The value of the Ethiopic version has increased since the Ethiopic Garima Gospels were dated (via radiometric analysis) to no later than the mid-600s (and I think the Garima Gospels was probably made a bit earlier, in the mid-500s).   (And the Ethiopic version continues to be given attention at the Hill Museum and Manuscript Library, and new discoveries continue to be made.)  Unfortunately this does not seem to have elicited a desire to withdraw the erroneous claim that important Ethiopic manuscript omit Mark 16:9-20 – a claim that was disseminated in academia since Tischendorf and Warfield – and which was still disseminated in the third and fourth editions of Metzger’s The Text of the New Testament (see p. 275 of Bruce Metzger’s The Text of the New Testament: Its Transmission, 1992, and page 322 of the fourth edition.  Yes; the fourth edition, co-edited with Bart Ehrman, says two different things, depending on which page you’re reading.) and which can be read online right now at the Defending Inerrancy website, along with other obsolete erroneous claims taken from the 1964 edition of Metzger’s book.

            The evidence described by Metzger shows that all  unmutilated Ethiopic MSS of Mark known to exist contain Mark 16:9-20. It also suggests that some time after the Gospel of Mark was translated into Ethiopic (with Mark 16:9-20 immediately following 16:8), the Shorter Ending intruded into the Ethiopic text-stream (probably from the Secondary Alexandrian transmission-stream represented in Mark 16 by 019 044 099 etc.) and was adapted as a liturgical flourish to conclude a lection-unit which would have otherwise concluded at the end of 16:8.  (I suspect that at first the Shorter Ending – in its later form, with the variant “appeared to them” – was in the margin, like in Bohairic MS Huntington 17.)

            Anyway:  I am sure that Metzger and Nida etc. would not want to go on spreading false information.  Of course authors cannot undo the damage after they die.  So if you happen to find a book claiming that “A number of manuscripts of the Ethiopic version do not contain Mark 16:9-20,” the authors would no doubt thank you for writing in the margin, in ink, “This is false. See Metzger’s retraction in Tools & Studies X, 1980.”  Because that number is ZERO.

Wednesday, March 22, 2023

Irenaeus and Mark 16:19

            Irenaeus.  Ever hear of him?  You won’t see his name mentioned in the NET’s notes about Mark 16:9-20, or in footnotes about Mark 16:9-20 in the ESV, NLT, CSB, NIV, NKJV, and NRSV.  (The footnote-makers for all these versions seem to have had a strange aversion to mentioning patristic evidence, even when it is earlier than the earliest extant manuscripts of the text being supplemented.)  Irenaeus was a very important patristic writer.  Born around 120, Irenaeus grew up in the city of Smyrna in Asia Minor, and he reports that in his youth he heard the teachings of Polycarp (who had, in turn, been a companion of Papias, and had heard John).   When we walk with Irenaeus, so to speak, we are chronologically barely two generations away from the apostles themselves.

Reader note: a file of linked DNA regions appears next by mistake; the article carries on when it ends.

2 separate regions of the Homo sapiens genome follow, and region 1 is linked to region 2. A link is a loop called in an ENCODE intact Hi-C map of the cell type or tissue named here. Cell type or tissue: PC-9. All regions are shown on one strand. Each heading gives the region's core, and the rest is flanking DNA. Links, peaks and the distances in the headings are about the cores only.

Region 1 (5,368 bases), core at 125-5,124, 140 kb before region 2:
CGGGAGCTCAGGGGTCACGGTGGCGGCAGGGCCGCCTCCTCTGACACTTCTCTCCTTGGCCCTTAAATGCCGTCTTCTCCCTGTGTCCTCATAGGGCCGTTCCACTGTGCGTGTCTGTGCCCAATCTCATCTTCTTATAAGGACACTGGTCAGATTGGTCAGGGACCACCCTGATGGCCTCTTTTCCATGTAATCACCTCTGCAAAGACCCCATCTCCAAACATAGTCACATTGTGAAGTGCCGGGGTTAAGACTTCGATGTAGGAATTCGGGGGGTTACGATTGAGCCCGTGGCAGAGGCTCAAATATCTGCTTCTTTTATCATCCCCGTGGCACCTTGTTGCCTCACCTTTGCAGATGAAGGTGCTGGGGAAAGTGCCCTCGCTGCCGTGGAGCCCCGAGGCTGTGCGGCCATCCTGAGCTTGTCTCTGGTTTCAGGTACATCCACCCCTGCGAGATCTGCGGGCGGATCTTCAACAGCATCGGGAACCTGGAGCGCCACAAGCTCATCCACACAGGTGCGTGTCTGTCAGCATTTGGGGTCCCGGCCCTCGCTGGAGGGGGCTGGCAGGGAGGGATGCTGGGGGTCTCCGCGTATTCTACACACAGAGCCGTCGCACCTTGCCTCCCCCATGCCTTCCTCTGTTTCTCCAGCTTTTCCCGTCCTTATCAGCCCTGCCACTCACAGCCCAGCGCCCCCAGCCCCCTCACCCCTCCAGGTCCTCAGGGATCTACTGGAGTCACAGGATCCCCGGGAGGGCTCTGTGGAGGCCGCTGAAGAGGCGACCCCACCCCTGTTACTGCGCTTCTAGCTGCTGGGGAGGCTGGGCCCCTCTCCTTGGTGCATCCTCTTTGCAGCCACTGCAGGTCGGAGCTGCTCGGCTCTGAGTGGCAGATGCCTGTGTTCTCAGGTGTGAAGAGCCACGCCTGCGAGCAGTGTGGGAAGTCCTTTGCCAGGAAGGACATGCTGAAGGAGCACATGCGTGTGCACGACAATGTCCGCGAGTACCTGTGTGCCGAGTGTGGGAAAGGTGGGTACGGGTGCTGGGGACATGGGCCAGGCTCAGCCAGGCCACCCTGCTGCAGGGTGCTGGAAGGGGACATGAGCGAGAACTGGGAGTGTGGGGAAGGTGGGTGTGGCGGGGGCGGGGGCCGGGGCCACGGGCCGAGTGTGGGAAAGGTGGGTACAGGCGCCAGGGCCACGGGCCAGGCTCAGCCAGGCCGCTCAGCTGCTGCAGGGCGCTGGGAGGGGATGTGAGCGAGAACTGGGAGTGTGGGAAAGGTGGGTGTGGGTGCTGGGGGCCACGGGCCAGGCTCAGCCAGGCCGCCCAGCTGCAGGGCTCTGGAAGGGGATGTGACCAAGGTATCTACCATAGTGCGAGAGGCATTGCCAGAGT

Irenaeus went on to serve as a presbyter at Lyons (Lugdunum), in Gaul, around 170.  In 177, Irenaeus visited Rome, where he advised Eleutherius about how to deal with Montanism.  When he returned from Rome to Lugdunum, Irenaeus found that in his absence, the church there had been the target of persecution.  Many Christians had been martyred, including Blandina and the church’s bishop, Pothinus.  Irenaeus was chosen to take Pothinus’ place as bishop, an office in which he remained for the remainder of his life.

            As bishop of Lyons, Irenaeus would later counsel Victor of Rome in 190 regarding the Quartodeciman Controversy, recommending the allowance of liberty regarding how to settle a question related to the church’s liturgical calendar which had not been settled in earlier times.  But Irenaeus best-known work is one he composed earlier, in five books:  Against Heresies, in which he exposed the errors of various false teachers, including Marcion. 

            Irenaeus tells his readers when he composed Book Three of Against Heresies, in chapter three, paragraph 3:  it was during the same time that Eleutherius was presiding at Rome, i.e., approximately between 174 and 189. 

            Irenaeus explicitly quotes Mark 16:19 in Book 3 of Against Heresies (in chapter 10, paragraph 5), stating, “Also, towards the conclusion of his Gospel, Mark says: ‘So then, after the Lord Jesus had spoken to them, He was received up into heaven, and sits on the right hand of God.’”  This portion of Against Heresies in extant only in Latin (as “In fine autem euangelii ait Marcus: Et quidem Dominus Iesus, postquam locutus est eis, receptus est in caelos, et sedet ad dexteram Dei.”